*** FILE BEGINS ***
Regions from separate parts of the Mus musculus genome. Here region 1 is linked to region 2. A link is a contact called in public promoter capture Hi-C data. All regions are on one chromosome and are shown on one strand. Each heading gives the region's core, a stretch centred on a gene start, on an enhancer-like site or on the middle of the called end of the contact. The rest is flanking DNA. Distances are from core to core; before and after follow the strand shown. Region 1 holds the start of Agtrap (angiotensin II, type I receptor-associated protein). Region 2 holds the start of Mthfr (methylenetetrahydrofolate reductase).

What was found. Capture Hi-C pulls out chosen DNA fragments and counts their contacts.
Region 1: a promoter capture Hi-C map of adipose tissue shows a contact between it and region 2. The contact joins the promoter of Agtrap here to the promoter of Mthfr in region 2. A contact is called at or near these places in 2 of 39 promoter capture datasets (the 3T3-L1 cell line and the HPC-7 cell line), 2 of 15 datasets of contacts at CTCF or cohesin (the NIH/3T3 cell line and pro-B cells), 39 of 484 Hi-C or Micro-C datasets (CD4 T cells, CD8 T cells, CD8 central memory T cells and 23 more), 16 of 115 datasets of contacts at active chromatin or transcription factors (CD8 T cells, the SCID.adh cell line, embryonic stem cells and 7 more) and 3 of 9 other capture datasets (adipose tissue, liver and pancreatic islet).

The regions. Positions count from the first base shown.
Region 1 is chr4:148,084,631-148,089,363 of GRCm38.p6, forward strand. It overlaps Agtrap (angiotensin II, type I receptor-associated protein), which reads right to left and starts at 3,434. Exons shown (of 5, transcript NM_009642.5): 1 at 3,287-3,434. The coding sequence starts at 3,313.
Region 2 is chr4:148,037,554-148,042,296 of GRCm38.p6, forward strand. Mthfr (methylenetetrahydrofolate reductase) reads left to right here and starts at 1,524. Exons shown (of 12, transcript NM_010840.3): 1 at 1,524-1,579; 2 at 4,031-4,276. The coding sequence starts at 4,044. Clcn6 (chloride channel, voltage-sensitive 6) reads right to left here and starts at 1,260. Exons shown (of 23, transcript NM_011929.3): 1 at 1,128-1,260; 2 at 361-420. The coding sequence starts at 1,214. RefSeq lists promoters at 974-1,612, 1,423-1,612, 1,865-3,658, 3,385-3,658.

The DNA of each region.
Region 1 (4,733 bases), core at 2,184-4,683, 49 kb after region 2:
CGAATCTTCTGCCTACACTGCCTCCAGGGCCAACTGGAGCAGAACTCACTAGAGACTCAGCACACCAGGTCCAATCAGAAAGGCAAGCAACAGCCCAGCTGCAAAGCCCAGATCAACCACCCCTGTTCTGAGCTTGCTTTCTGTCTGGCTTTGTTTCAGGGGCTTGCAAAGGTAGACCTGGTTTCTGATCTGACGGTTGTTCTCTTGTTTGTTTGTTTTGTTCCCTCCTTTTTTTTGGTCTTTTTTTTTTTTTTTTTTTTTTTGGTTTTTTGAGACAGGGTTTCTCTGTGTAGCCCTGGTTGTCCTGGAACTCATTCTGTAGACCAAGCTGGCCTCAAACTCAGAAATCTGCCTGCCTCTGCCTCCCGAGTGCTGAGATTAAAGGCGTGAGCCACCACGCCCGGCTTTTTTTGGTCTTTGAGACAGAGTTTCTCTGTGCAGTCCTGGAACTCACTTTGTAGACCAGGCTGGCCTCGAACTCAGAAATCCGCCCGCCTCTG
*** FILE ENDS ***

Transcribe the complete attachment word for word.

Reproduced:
Regions from separate parts of the Mus musculus genome. Here region 1 is linked to region 2. A link is a contact called in public promoter capture Hi-C data. All regions are on one chromosome and are shown on one strand. Each heading gives the region's core, a stretch centred on a gene start, on an enhancer-like site or on the middle of the called end of the contact. The rest is flanking DNA. Distances are from core to core; before and after follow the strand shown. Region 1 holds the start of Agtrap (angiotensin II, type I receptor-associated protein). Region 2 holds the start of Mthfr (methylenetetrahydrofolate reductase).

What was found. Capture Hi-C pulls out chosen DNA fragments and counts their contacts.
Region 1: a promoter capture Hi-C map of adipose tissue shows a contact between it and region 2. The contact joins the promoter of Agtrap here to the promoter of Mthfr in region 2. A contact is called at or near these places in 2 of 39 promoter capture datasets (the 3T3-L1 cell line and the HPC-7 cell line), 2 of 15 datasets of contacts at CTCF or cohesin (the NIH/3T3 cell line and pro-B cells), 39 of 484 Hi-C or Micro-C datasets (CD4 T cells, CD8 T cells, CD8 central memory T cells and 23 more), 16 of 115 datasets of contacts at active chromatin or transcription factors (CD8 T cells, the SCID.adh cell line, embryonic stem cells and 7 more) and 3 of 9 other capture datasets (adipose tissue, liver and pancreatic islet).

The regions. Positions count from the first base shown.
Region 1 is chr4:148,084,631-148,089,363 of GRCm38.p6, forward strand. It overlaps Agtrap (angiotensin II, type I receptor-associated protein), which reads right to left and starts at 3,434. Exons shown (of 5, transcript NM_009642.5): 1 at 3,287-3,434. The coding sequence starts at 3,313.
Region 2 is chr4:148,037,554-148,042,296 of GRCm38.p6, forward strand. Mthfr (methylenetetrahydrofolate reductase) reads left to right here and starts at 1,524. Exons shown (of 12, transcript NM_010840.3): 1 at 1,524-1,579; 2 at 4,031-4,276. The coding sequence starts at 4,044. Clcn6 (chloride channel, voltage-sensitive 6) reads right to left here and starts at 1,260. Exons shown (of 23, transcript NM_011929.3): 1 at 1,128-1,260; 2 at 361-420. The coding sequence starts at 1,214. RefSeq lists promoters at 974-1,612, 1,423-1,612, 1,865-3,658, 3,385-3,658.

The DNA of each region.
Region 1 (4,733 bases), core at 2,184-4,683, 49 kb after region 2:
CGAATCTTCTGCCTACACTGCCTCCAGGGCCAACTGGAGCAGAACTCACTAGAGACTCAGCACACCAGGTCCAATCAGAAAGGCAAGCAACAGCCCAGCTGCAAAGCCCAGATCAACCACCCCTGTTCTGAGCTTGCTTTCTGTCTGGCTTTGTTTCAGGGGCTTGCAAAGGTAGACCTGGTTTCTGATCTGACGGTTGTTCTCTTGTTTGTTTGTTTTGTTCCCTCCTTTTTTTTGGTCTTTTTTTTTTTTTTTTTTTTTTTGGTTTTTTGAGACAGGGTTTCTCTGTGTAGCCCTGGTTGTCCTGGAACTCATTCTGTAGACCAAGCTGGCCTCAAACTCAGAAATCTGCCTGCCTCTGCCTCCCGAGTGCTGAGATTAAAGGCGTGAGCCACCACGCCCGGCTTTTTTTGGTCTTTGAGACAGAGTTTCTCTGTGCAGTCCTGGAACTCACTTTGTAGACCAGGCTGGCCTCGAACTCAGAAATCCGCCCGCCTCTG